There’s a logical explanation for the bitter opposition to the charter-schools amendment. Just ask Edward Lindsey, the Buckhead Republican who serves as House majority whip.
“This isn’t about ideology,” Lindsey says. “It’s about turf. It’s about those folks who have a vested interest, no matter how mediocre the present may be, in not changing.”
The turf in question is the power to approve charter schools — and thus how some public education funds are spent. Amendment One would empower the state to create charter schools in two instances. The first is for statewide charters; think virtual schools that teach online courses.
The other is when a local school board denies a charter application. The state could then conduct its own review and decide whether to approve and fund the school.
Who considers those powers an invasion of their own turf? Follow the money.
After its latest report, filed Tuesday, the anti-amendment group Vote SMART! had a donor base comprising 146 people and eight companies that had given a combined $104,263 (along with almost $19,000 in gifts not itemized). Who are they?
Thirty-four of them are current or former superintendents. That group gave more than $16,000.
Another 30 are other types of school-system administrators: area superintendents, assistant superintendents, directors of some kind or another. These folks contributed an additional $14,000.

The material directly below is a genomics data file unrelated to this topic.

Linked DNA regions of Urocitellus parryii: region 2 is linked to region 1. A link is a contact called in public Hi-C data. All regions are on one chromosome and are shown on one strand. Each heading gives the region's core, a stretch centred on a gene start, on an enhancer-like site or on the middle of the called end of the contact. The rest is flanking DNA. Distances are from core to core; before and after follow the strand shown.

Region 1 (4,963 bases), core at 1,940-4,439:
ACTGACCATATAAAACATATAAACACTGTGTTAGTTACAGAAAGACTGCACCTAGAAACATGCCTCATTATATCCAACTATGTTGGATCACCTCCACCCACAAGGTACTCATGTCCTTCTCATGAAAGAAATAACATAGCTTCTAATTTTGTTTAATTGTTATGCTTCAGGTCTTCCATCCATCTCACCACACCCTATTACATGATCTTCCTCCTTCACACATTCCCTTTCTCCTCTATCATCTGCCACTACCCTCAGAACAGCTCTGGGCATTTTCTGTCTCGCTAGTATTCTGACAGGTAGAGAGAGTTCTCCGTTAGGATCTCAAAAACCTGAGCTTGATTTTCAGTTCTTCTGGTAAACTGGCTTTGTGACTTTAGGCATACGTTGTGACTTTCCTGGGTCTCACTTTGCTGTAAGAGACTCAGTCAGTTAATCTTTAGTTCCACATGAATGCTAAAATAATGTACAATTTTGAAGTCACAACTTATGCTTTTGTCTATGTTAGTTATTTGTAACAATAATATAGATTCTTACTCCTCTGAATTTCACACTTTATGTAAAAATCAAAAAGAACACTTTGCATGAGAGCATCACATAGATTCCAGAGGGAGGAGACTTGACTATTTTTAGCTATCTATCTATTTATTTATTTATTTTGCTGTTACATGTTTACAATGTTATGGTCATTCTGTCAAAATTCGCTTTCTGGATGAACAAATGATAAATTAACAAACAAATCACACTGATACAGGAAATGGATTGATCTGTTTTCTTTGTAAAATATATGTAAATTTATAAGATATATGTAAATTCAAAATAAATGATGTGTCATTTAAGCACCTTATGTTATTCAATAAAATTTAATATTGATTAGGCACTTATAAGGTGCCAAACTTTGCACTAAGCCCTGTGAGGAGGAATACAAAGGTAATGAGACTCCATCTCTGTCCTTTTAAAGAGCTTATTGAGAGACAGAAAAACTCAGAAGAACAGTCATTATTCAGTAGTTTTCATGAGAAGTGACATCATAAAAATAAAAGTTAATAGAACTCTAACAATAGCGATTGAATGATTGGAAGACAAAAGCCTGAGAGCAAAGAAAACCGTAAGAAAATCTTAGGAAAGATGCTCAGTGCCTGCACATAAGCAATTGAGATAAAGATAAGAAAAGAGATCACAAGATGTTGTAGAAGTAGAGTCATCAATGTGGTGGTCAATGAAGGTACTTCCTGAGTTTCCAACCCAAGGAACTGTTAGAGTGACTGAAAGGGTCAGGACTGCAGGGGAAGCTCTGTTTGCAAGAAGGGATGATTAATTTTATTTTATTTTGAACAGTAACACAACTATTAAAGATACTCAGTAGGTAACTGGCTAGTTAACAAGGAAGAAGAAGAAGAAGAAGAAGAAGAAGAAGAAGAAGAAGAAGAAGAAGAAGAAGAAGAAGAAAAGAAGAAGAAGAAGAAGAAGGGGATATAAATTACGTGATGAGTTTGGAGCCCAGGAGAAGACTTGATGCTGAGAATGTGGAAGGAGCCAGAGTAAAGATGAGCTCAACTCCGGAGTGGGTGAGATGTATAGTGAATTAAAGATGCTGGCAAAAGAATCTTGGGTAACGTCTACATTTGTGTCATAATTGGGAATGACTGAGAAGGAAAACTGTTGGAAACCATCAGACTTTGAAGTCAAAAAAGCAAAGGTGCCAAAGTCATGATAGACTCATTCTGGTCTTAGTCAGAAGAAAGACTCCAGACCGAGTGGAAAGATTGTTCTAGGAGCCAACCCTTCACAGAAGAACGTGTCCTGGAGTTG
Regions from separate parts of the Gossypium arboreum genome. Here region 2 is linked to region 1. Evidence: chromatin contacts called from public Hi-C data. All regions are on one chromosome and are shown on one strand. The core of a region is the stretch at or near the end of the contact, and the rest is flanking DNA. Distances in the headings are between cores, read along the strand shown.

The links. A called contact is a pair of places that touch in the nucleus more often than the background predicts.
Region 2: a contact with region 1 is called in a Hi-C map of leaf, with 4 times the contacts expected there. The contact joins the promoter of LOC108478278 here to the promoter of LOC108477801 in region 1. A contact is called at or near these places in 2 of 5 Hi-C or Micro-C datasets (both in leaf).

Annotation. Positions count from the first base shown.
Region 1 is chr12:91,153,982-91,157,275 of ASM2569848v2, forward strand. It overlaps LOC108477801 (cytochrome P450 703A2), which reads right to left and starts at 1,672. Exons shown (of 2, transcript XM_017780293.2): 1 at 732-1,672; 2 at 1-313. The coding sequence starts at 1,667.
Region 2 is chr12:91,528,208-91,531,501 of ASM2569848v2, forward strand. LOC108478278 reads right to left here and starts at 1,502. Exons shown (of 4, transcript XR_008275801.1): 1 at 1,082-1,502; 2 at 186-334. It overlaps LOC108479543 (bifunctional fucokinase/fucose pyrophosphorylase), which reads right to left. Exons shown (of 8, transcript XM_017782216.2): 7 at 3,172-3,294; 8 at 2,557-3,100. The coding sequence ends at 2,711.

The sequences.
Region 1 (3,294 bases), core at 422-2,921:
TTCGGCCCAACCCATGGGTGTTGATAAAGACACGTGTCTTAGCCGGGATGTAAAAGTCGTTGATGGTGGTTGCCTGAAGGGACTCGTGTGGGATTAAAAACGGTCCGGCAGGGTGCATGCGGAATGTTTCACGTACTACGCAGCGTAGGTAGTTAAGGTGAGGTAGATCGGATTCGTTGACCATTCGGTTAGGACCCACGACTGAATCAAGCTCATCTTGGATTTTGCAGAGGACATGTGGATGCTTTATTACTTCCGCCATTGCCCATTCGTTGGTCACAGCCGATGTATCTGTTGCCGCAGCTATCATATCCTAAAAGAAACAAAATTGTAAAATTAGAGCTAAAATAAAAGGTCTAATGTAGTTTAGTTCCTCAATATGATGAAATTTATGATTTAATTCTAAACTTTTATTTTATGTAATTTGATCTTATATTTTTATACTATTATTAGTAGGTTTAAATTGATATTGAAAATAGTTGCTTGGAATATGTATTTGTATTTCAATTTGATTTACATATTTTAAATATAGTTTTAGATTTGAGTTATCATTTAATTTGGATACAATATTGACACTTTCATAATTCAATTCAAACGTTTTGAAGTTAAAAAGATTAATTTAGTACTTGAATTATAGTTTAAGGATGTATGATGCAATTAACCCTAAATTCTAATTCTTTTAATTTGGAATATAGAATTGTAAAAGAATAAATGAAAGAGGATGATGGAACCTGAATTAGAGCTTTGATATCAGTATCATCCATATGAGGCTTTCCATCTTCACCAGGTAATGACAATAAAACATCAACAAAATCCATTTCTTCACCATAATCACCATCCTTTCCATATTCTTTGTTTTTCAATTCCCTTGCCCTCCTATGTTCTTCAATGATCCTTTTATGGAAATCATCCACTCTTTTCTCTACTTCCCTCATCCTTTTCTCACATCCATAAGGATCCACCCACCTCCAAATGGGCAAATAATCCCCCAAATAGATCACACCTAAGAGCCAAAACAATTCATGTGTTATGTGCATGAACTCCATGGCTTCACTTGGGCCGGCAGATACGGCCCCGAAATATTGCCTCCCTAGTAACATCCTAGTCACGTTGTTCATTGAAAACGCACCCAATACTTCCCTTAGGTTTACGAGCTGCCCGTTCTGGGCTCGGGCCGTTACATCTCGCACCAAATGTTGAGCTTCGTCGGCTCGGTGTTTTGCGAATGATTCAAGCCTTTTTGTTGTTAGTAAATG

Eleven members of various school boards around Georgia gave almost $4,000. Ten principals shelled out $2,576.
In all, almost 60 percent of the Vote SMART! donors and more than a third of its donations came from people who run our traditional public schools. That’s one bit of turf.
Then there are the professional organizations: the Professional Association of Georgia Educators, Georgia School Boards Association and Georgia School Superintendents Association. Fifteen employees of these groups donated more than $15,000.
Now let’s look at companies that do business with school systems. Yes, traditional public schools already outsource some work to for-profit firms; the educational management firms that do administrative work for some charter schools would hardly introduce the profit motive into our education system.
In fact, 35 people or firms who do business with traditional public schools, from attorneys and consultants to architects and contractors, have given more than $32,000 to the anti-amendment campaign.
Now, am I missing any job description in the education field? Hmmm, let’s see …
Oh, yes. Teachers. Well, make that teacher: Just one current teacher is listed as a contributor to Vote SMART! Also, one retired counselor. They gave about 500 bucks total.
If these numbers don’t rise to the levels you’ve read about for the pro-amendment side, keep in mind that they don’t include money from education PACs opposing Amendment One. The PAC for the Georgia Association of Educators, for instance, has reported very few itemized gifts this year but almost $115,000 in non-itemized ones — and nearly $350,000 in cash on hand.
From what we can see, though, almost 90 percent of the donors and $4 of every $5 donated come from the people running our schools and the firms they do business with. It’s a campaign of the educational establishment, by the educational establishment, for the educational establishment.
– By Kyle Wingfield